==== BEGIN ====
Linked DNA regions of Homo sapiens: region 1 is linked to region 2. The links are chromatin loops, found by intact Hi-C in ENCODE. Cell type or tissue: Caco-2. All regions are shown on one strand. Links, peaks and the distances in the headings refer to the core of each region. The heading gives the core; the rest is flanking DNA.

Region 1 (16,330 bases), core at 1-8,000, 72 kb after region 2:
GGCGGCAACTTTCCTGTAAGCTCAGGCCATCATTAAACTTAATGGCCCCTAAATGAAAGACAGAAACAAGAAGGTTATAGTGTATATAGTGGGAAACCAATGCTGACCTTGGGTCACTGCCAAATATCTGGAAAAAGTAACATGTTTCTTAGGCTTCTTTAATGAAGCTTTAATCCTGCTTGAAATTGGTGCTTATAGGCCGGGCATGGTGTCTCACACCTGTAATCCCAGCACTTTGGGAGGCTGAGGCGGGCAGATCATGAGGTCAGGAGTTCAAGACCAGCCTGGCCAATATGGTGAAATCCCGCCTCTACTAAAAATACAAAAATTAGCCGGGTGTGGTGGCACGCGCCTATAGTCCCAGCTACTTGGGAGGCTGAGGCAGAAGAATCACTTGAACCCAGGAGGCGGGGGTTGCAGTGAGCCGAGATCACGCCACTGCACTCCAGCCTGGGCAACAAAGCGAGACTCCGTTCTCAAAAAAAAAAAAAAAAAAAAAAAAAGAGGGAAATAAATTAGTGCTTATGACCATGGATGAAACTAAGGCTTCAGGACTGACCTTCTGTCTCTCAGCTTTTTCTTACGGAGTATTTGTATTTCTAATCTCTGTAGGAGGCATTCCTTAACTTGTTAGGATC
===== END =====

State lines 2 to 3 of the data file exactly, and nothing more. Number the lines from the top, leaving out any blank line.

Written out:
Region 1 (16,330 bases), core at 1-8,000, 72 kb after region 2:
GGCGGCAACTTTCCTGTAAGCTCAGGCCATCATTAAACTTAATGGCCCCTAAATGAAAGACAGAAACAAGAAGGTTATAGTGTATATAGTGGGAAACCAATGCTGACCTTGGGTCACTGCCAAATATCTGGAAAAAGTAACATGTTTCTTAGGCTTCTTTAATGAAGCTTTAATCCTGCTTGAAATTGGTGCTTATAGGCCGGGCATGGTGTCTCACACCTGTAATCCCAGCACTTTGGGAGGCTGAGGCGGGCAGATCATGAGGTCAGGAGTTCAAGACCAGCCTGGCCAATATGGTGAAATCCCGCCTCTACTAAAAATACAAAAATTAGCCGGGTGTGGTGGCACGCGCCTATAGTCCCAGCTACTTGGGAGGCTGAGGCAGAAGAATCACTTGAACCCAGGAGGCGGGGGTTGCAGTGAGCCGAGATCACGCCACTGCACTCCAGCCTGGGCAACAAAGCGAGACTCCGTTCTCAAAAAAAAAAAAAAAAAAAAAAAAAGAGGGAAATAAATTAGTGCTTATGACCATGGATGAAACTAAGGCTTCAGGACTGACCTTCTGTCTCTCAGCTTTTTCTTACGGAGTATTTGTATTTCTAATCTCTGTAGGAGGCATTCCTTAACTTGTTAGGATC